Dog training

Browns’ mysterious Alpha Dog training camp competition fuels defense

BEREA, Ohio — There’s a very notable battle at Browns training camp this season that’s shrouded in mystery.

The Alpha Dog competition — or perhaps more aptly called Alpha Dawg — is a competition Cleveland’s defense enters as the season approaches.

What we know:

  • It is made up of four teams.
  • These teams were chosen by a “cabinet,” according to defensive coordinator Joe Woods.
  • It’s designed to help the Browns’ defense improve on certain challenges starting in 2021, including creating takeouts.

But with some good-natured scheming, the Browns are keeping the rest a secret.

At least they try.

The world would still be completely in the dark about the battle were it not for a near-disposable line thanks to safety John Johnson III, who answered a question about improving the Browns’ takeout and gave reporters a bit more – which isn’t surprising considering he earned several votes for the media’s annual “Good Guy Award” last season and it’s still a great interview.

“We have a competition going on with the whole defense, it’s called the Alpha Dogs,” Johnson said Thursday. “It’s not just takeaways, it’s attacking the ball. We want to keep attacking the ball, good things will happen. It’s like the first thing we mentioned when we came back for training camp. We’ve seen the numbers, but we’ve said takeout is what’s most important.

The answer came much to Woods’ chagrin when he confronted reporters 24 hours later.

But as with Johnson, Woods let slip a few more details about the competition.

“It’s a secret !” he said laughing. “I won’t go into all the details, but basically we try to make our practices into games. We try to put all the information together and then we keep track of which guys are leading each category and which teams are leading each category and then there may be a reward at the end.

Although the categories are not known, we can make educated guesses.

Based on Johnson’s answer, takeout is probably an aspect of competition. The Browns were in the middle of the pack with those last season, forcing just 19 overall, tying them for 21st in the league.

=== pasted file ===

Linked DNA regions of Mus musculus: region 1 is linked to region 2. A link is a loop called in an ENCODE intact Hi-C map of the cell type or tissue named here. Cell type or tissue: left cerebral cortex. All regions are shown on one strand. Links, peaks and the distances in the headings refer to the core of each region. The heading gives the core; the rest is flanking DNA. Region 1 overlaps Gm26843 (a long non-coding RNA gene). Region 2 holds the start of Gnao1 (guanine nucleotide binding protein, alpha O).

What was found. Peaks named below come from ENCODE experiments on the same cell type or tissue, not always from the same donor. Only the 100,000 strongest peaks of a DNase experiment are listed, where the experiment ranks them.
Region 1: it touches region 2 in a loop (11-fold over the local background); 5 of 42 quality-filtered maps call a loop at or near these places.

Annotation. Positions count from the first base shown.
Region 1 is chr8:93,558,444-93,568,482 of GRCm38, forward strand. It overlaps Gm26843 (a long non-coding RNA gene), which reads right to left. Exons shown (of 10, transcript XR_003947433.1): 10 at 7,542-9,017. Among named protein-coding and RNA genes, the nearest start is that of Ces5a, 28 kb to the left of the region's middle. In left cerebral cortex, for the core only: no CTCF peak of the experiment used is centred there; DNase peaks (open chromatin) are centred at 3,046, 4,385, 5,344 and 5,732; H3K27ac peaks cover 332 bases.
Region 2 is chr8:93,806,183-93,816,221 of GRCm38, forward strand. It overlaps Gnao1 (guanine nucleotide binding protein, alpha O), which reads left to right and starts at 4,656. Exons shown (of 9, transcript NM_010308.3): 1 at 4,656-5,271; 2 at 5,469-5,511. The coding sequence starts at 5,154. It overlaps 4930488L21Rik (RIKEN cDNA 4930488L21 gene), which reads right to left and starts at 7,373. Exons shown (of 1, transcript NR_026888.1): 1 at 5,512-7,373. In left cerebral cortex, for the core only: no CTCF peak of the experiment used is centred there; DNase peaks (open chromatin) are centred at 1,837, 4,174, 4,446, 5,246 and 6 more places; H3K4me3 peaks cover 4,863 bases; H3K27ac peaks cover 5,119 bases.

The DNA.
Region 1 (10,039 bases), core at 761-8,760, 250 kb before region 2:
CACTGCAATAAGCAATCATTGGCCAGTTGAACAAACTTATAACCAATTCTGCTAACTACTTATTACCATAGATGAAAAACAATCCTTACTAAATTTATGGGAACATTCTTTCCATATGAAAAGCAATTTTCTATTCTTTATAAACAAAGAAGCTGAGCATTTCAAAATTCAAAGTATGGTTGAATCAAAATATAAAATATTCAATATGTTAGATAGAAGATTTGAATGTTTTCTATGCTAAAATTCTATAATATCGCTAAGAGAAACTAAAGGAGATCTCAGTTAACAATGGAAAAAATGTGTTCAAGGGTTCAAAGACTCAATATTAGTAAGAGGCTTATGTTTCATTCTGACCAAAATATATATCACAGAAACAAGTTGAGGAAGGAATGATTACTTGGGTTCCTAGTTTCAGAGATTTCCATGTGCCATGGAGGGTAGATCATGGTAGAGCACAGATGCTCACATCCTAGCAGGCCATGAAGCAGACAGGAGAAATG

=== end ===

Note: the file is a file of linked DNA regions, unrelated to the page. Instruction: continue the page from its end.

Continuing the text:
The Browns also really appreciate quarterback pressure, which Kevin Stefanski brought up earlier this week when talking about Myles Garrett’s impact on games and how it’s not just about sack count. .

Woods also spoke extensively about improving situational football, including third down conversions and red zone conversions. Last year, opposing teams converted 39.3% of their third attempts against the Browns (19th in the league) and converted 34 of 52 red zone attempts into touchdowns (65.4%).

And with the Browns remaining in the build-up phases of training camp leading up to full pads on Tuesday, that’s about all we can guess for now in terms of competition. There may be more to glean over time.

“You’ll see,” said Jeremiah Owusu-Koramoah. “As the camp progresses, you will know more about it. But yeah, it’s that Alpha Dawg thing we do. We’ll see who comes out. It’s all I can give.

It’s understandable why the Browns want to keep this in-house, their own special competition and prize money that the rest of the world doesn’t know about.

Training camp days are long, often over 11 hours for players. What better way to keep players focused and engaged despite the heat wave, endless meetings and endless drills?


The Browns not only appreciate the drills and competition aspect of Alpha Dog, but also keep it a secret.

“I’m also going to be secretive because I don’t want to be fined by these guys.” Stefanski joked. “I think what you’re trying to do is that training camp is long and competitive, but you’re still looking for ways to motivate guys on a daily basis. Each group of positions does it in its own way, and certainly Joe with the unit takes him to a unique place.

Owusu-Koramoah gave a more poetic explanation.

“You have to find something that allows you to propel yourself,” he said. “It’s a question of motivation, innovation, elevation, evolution. It’s about always going in a direction where you can make people better, and that’s what we did. We found something everyone loves. You know, we have several different tools that we use to keep guys engaged.

Even if a lot of things are not known now, we will probably get there. Eventually, the guys won’t be able to stop talking, especially when it comes to who will win the Alpha Dog prize in the end.

Jubilation seems almost inevitable.

“Coach Woods hasn’t spoken to us about it yet, but there’s definitely a price tag,” Johnson said. “We have four teams and I think my team will win.”

May the best Alpha Dawg win.

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